WASHINGTON (April 10)—The National Highway Traffic Safety Administration´s fiscal year 2002 operating budget won´t keep pace with inflation, despite imminent rulemakings for tire labeling revisions, onboard tire pressure sensors and "early warning" procedures for possible tire and auto defects. The $16 million increase the Bush administration has proposed for NHTSA´s fiscal year 2002 funding is about 4 percent more than the current year, but most of the increase will go for grants the agency gives to states and other safety agencies. NHTSA´s own $190 million operating budget will increase by only $5.5 million, or less than 3 percent. "We believe it´s enough to do the job," said NHTSA Executive Director Robert Shelton, who is serving as the agency´s interim administrator while the administration seeks a nominee for the permanent job. The tire labeling and early warning final rules are due out in June 2002; the rule for tire pressure sensors must be completed by November 2001, with an effective date of November 2003.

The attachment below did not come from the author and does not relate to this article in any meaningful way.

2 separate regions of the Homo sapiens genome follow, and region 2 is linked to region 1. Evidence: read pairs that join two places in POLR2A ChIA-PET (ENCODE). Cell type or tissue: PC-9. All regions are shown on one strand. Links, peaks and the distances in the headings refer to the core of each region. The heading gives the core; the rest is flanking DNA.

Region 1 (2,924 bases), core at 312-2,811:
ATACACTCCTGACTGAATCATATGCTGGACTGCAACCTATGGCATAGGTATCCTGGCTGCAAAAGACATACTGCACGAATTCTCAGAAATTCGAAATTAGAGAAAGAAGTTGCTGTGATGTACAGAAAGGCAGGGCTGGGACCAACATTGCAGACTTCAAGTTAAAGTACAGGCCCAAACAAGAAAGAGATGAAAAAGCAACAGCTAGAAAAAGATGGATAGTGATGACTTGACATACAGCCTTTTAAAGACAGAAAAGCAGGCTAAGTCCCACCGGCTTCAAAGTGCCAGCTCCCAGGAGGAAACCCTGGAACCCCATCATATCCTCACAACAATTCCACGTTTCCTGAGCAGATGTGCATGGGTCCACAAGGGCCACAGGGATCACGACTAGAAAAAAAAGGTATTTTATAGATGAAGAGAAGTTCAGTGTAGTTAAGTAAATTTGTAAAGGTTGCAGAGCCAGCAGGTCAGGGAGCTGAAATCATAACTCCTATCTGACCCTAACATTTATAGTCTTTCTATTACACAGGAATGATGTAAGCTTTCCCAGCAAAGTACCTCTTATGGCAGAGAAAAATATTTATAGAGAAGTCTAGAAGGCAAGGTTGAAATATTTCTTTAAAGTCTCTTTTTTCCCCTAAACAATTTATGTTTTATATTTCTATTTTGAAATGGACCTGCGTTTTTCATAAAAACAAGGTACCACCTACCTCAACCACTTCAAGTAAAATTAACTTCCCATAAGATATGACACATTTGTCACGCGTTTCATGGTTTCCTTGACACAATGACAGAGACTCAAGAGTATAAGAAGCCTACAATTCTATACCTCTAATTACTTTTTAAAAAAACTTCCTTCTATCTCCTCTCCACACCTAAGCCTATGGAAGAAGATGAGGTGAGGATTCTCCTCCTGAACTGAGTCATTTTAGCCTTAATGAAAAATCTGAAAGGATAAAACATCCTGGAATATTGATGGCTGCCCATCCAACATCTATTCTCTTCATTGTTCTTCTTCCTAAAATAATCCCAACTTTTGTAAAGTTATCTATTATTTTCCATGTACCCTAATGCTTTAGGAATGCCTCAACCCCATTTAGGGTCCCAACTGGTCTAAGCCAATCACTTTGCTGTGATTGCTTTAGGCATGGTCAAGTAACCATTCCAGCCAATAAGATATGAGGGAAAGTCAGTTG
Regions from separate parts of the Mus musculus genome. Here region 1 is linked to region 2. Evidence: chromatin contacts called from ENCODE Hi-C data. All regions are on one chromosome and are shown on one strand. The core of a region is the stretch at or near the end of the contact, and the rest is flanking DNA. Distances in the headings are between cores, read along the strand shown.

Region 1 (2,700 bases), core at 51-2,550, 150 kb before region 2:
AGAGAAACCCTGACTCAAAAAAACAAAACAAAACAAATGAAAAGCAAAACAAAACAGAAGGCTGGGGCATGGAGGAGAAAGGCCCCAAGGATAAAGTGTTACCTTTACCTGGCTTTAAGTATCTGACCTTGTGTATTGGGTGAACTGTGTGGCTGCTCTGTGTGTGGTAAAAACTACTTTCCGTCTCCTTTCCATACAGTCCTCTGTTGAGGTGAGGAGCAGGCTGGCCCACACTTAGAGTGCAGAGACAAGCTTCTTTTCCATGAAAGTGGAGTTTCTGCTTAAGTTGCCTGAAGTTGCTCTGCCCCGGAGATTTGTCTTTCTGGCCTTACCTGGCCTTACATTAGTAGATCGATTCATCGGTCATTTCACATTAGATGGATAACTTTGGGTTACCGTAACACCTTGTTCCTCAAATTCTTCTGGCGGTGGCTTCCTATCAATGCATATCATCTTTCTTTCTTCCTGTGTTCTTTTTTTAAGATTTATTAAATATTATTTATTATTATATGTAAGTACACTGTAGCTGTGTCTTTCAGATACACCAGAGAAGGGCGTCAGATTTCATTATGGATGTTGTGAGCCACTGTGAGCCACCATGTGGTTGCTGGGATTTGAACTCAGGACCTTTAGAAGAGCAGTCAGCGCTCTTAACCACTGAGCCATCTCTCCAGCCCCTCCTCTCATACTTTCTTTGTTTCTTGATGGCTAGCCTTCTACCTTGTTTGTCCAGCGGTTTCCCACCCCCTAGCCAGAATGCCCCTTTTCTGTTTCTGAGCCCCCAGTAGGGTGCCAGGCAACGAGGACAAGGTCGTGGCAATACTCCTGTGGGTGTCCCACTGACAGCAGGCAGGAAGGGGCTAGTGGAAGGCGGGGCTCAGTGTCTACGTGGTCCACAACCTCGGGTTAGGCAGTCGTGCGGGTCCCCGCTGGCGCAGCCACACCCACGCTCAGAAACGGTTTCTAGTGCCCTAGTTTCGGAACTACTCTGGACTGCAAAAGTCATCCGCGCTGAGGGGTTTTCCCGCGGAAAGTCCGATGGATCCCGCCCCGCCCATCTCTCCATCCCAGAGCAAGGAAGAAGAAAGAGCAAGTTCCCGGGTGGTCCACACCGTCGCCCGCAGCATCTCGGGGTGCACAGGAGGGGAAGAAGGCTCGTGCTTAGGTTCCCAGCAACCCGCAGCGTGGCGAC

NHTSA asked to do more with less
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